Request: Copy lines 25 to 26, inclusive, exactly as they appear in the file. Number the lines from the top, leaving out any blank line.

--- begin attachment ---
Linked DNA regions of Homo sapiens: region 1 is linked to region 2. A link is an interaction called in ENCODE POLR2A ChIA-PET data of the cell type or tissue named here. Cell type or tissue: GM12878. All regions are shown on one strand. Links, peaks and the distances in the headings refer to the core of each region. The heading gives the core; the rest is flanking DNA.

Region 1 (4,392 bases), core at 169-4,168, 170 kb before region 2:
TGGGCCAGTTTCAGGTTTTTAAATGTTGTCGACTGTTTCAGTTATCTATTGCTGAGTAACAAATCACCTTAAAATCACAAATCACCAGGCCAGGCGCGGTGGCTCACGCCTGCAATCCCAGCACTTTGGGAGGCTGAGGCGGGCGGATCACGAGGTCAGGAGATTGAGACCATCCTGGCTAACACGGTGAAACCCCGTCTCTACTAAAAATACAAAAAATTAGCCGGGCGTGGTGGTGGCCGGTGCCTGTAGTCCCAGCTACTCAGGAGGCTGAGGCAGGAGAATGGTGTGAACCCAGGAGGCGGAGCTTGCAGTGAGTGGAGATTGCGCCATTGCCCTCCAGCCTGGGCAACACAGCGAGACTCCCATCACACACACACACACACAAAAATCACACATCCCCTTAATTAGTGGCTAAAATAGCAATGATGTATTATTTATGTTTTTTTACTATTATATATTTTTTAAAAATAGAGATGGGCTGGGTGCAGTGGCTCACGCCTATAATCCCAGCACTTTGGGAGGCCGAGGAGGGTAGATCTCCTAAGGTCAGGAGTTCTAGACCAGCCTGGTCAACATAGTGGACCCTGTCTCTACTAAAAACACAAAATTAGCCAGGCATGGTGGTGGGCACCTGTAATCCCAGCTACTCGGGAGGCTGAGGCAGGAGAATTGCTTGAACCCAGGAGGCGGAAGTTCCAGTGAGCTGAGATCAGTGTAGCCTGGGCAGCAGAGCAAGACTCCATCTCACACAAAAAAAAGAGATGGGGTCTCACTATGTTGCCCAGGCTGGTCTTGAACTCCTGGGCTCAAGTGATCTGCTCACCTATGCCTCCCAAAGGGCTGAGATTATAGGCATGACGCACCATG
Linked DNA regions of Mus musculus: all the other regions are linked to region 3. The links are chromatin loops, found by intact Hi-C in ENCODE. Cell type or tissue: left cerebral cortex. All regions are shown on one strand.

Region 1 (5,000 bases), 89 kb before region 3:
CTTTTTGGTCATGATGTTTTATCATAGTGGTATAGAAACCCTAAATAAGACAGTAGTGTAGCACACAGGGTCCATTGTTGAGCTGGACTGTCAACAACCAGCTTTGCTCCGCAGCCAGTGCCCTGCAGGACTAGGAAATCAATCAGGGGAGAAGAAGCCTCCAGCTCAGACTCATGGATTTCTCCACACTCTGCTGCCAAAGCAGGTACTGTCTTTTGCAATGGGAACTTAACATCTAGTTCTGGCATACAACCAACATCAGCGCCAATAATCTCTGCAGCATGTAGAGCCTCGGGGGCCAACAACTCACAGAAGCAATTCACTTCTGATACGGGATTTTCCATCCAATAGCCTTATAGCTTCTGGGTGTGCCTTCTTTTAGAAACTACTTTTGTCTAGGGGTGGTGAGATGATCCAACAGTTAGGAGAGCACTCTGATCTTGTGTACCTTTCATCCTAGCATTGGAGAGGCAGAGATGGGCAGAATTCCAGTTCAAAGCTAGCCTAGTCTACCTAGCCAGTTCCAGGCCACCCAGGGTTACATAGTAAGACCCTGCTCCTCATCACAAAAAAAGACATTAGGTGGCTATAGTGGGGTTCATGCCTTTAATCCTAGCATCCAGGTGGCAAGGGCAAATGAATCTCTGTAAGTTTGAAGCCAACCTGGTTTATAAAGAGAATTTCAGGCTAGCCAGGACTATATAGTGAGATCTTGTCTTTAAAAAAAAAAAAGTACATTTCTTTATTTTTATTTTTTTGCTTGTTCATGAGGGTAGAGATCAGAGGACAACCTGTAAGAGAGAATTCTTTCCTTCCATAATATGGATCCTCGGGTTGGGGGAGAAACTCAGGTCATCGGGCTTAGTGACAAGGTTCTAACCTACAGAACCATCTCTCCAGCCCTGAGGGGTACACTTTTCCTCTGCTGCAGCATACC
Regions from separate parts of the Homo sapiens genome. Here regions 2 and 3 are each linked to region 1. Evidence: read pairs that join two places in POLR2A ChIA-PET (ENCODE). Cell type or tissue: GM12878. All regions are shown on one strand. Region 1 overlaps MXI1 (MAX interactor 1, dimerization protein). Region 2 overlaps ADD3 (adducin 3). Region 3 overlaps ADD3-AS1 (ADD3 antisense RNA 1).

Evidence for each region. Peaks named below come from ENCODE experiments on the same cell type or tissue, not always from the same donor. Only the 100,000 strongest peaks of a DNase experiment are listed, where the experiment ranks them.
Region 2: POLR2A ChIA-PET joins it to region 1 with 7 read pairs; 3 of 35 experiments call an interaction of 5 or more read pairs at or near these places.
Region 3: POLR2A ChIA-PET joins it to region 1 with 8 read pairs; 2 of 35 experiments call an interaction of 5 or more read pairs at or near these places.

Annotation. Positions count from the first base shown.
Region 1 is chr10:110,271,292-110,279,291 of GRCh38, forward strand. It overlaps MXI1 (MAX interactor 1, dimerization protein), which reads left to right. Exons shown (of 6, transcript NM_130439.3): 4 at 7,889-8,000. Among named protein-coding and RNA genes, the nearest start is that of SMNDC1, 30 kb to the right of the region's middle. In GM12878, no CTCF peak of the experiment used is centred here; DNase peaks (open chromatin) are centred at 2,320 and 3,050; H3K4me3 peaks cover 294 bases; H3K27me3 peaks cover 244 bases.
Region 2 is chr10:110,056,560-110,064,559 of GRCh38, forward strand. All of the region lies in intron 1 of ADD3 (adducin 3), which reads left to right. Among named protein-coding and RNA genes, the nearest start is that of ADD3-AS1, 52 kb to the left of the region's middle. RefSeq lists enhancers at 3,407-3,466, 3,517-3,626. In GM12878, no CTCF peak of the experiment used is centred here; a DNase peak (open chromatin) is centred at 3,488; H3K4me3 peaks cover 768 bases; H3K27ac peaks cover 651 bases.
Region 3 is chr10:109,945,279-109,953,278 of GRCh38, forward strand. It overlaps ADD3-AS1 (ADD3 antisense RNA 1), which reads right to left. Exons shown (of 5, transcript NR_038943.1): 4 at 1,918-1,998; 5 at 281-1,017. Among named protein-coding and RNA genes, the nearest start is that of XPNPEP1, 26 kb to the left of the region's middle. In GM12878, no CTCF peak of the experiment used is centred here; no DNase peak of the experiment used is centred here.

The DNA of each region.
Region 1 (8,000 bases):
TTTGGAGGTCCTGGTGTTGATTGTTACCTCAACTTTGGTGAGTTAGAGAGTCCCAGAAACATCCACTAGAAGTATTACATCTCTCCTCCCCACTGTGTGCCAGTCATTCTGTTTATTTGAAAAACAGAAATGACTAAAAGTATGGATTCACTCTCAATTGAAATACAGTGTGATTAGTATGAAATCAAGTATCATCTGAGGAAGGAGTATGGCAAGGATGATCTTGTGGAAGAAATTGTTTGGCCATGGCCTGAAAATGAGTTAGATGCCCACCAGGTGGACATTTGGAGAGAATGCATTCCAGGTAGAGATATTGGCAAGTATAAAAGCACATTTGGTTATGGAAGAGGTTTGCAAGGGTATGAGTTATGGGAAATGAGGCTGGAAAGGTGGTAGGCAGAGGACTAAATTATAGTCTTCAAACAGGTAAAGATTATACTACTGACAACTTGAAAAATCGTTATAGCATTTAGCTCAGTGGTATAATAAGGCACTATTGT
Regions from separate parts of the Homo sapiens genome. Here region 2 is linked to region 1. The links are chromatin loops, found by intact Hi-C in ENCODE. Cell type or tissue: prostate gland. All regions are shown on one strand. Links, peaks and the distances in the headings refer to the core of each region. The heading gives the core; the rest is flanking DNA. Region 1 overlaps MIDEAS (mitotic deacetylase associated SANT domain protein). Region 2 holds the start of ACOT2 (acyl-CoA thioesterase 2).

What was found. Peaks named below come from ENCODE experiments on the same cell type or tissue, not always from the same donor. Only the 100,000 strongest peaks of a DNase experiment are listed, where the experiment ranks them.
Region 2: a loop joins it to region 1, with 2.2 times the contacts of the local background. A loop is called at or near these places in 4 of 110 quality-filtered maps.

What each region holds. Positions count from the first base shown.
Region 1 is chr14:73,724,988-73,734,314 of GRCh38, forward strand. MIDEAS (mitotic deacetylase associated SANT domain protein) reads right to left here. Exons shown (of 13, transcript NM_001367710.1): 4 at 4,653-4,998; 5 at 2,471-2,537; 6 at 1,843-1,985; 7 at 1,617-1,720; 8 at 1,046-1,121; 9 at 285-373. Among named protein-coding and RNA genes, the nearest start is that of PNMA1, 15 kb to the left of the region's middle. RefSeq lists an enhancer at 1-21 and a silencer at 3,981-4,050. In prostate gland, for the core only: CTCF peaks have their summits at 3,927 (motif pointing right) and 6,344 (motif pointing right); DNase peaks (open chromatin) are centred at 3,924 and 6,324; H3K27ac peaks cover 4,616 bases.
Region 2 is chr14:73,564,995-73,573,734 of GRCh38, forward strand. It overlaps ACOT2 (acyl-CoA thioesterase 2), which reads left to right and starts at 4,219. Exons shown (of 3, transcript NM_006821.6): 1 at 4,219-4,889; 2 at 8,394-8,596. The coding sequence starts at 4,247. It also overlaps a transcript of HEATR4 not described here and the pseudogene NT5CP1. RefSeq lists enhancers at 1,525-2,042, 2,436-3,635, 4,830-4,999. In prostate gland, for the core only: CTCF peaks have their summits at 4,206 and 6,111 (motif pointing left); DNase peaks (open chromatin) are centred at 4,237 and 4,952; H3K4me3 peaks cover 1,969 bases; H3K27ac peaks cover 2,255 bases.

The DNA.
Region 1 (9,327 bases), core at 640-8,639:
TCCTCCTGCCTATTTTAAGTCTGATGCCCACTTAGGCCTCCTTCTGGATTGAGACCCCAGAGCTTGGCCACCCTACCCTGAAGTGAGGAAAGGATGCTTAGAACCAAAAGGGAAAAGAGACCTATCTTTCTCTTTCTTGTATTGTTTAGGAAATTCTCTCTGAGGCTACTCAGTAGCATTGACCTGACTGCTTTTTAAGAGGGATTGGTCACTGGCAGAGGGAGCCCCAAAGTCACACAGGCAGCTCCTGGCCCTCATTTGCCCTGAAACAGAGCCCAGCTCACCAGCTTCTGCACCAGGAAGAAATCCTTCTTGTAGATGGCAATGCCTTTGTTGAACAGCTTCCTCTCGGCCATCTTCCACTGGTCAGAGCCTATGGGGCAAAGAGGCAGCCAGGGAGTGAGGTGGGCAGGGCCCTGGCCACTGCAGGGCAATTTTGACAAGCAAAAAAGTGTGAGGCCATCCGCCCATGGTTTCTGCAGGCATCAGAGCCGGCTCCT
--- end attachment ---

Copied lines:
Region 1 (9,327 bases), core at 640-8,639:
TCCTCCTGCCTATTTTAAGTCTGATGCCCACTTAGGCCTCCTTCTGGATTGAGACCCCAGAGCTTGGCCACCCTACCCTGAAGTGAGGAAAGGATGCTTAGAACCAAAAGGGAAAAGAGACCTATCTTTCTCTTTCTTGTATTGTTTAGGAAATTCTCTCTGAGGCTACTCAGTAGCATTGACCTGACTGCTTTTTAAGAGGGATTGGTCACTGGCAGAGGGAGCCCCAAAGTCACACAGGCAGCTCCTGGCCCTCATTTGCCCTGAAACAGAGCCCAGCTCACCAGCTTCTGCACCAGGAAGAAATCCTTCTTGTAGATGGCAATGCCTTTGTTGAACAGCTTCCTCTCGGCCATCTTCCACTGGTCAGAGCCTATGGGGCAAAGAGGCAGCCAGGGAGTGAGGTGGGCAGGGCCCTGGCCACTGCAGGGCAATTTTGACAAGCAAAAAAGTGTGAGGCCATCCGCCCATGGTTTCTGCAGGCATCAGAGCCGGCTCCT